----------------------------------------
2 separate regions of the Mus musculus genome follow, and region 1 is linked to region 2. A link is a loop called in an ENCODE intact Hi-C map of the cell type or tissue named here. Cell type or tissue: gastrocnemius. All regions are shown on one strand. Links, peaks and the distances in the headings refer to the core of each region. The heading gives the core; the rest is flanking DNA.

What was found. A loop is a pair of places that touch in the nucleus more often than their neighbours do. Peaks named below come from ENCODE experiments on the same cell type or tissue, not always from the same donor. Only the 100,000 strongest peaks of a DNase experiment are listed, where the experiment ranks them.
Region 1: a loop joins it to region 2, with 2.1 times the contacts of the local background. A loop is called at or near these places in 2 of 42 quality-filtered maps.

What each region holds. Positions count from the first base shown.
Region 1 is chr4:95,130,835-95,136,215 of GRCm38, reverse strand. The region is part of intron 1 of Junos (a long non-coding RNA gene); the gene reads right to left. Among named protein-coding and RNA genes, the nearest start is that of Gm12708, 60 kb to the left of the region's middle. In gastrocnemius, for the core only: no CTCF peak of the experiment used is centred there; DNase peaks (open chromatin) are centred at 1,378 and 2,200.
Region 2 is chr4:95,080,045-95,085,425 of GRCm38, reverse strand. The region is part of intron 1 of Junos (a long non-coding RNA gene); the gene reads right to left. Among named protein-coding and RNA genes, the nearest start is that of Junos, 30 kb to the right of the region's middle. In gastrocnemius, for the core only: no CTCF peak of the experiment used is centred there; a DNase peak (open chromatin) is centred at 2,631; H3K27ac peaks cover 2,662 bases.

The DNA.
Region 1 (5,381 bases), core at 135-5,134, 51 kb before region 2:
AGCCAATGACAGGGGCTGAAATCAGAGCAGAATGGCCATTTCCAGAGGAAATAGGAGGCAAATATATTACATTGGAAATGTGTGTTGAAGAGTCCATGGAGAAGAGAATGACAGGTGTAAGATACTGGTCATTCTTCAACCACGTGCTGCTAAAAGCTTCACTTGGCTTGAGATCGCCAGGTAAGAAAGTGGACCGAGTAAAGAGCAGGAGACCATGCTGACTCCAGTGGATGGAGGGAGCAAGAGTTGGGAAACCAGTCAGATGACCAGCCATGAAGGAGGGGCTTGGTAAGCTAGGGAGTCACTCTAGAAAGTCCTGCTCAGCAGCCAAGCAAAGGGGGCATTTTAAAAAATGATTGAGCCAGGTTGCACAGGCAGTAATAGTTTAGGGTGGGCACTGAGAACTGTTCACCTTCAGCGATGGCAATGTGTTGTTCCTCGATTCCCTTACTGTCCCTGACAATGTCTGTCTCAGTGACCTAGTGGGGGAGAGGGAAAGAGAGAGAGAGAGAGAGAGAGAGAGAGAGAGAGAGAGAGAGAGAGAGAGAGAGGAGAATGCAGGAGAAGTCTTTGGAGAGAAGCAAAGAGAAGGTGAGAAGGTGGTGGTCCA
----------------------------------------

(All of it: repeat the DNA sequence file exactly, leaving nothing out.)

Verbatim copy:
2 separate regions of the Mus musculus genome follow, and region 1 is linked to region 2. A link is a loop called in an ENCODE intact Hi-C map of the cell type or tissue named here. Cell type or tissue: gastrocnemius. All regions are shown on one strand. Links, peaks and the distances in the headings refer to the core of each region. The heading gives the core; the rest is flanking DNA.

What was found. A loop is a pair of places that touch in the nucleus more often than their neighbours do. Peaks named below come from ENCODE experiments on the same cell type or tissue, not always from the same donor. Only the 100,000 strongest peaks of a DNase experiment are listed, where the experiment ranks them.
Region 1: a loop joins it to region 2, with 2.1 times the contacts of the local background. A loop is called at or near these places in 2 of 42 quality-filtered maps.

What each region holds. Positions count from the first base shown.
Region 1 is chr4:95,130,835-95,136,215 of GRCm38, reverse strand. The region is part of intron 1 of Junos (a long non-coding RNA gene); the gene reads right to left. Among named protein-coding and RNA genes, the nearest start is that of Gm12708, 60 kb to the left of the region's middle. In gastrocnemius, for the core only: no CTCF peak of the experiment used is centred there; DNase peaks (open chromatin) are centred at 1,378 and 2,200.
Region 2 is chr4:95,080,045-95,085,425 of GRCm38, reverse strand. The region is part of intron 1 of Junos (a long non-coding RNA gene); the gene reads right to left. Among named protein-coding and RNA genes, the nearest start is that of Junos, 30 kb to the right of the region's middle. In gastrocnemius, for the core only: no CTCF peak of the experiment used is centred there; a DNase peak (open chromatin) is centred at 2,631; H3K27ac peaks cover 2,662 bases.

The DNA.
Region 1 (5,381 bases), core at 135-5,134, 51 kb before region 2:
AGCCAATGACAGGGGCTGAAATCAGAGCAGAATGGCCATTTCCAGAGGAAATAGGAGGCAAATATATTACATTGGAAATGTGTGTTGAAGAGTCCATGGAGAAGAGAATGACAGGTGTAAGATACTGGTCATTCTTCAACCACGTGCTGCTAAAAGCTTCACTTGGCTTGAGATCGCCAGGTAAGAAAGTGGACCGAGTAAAGAGCAGGAGACCATGCTGACTCCAGTGGATGGAGGGAGCAAGAGTTGGGAAACCAGTCAGATGACCAGCCATGAAGGAGGGGCTTGGTAAGCTAGGGAGTCACTCTAGAAAGTCCTGCTCAGCAGCCAAGCAAAGGGGGCATTTTAAAAAATGATTGAGCCAGGTTGCACAGGCAGTAATAGTTTAGGGTGGGCACTGAGAACTGTTCACCTTCAGCGATGGCAATGTGTTGTTCCTCGATTCCCTTACTGTCCCTGACAATGTCTGTCTCAGTGACCTAGTGGGGGAGAGGGAAAGAGAGAGAGAGAGAGAGAGAGAGAGAGAGAGAGAGAGAGAGAGAGAGAGAGAGGAGAATGCAGGAGAAGTCTTTGGAGAGAAGCAAAGAGAAGGTGAGAAGGTGGTGGTCCA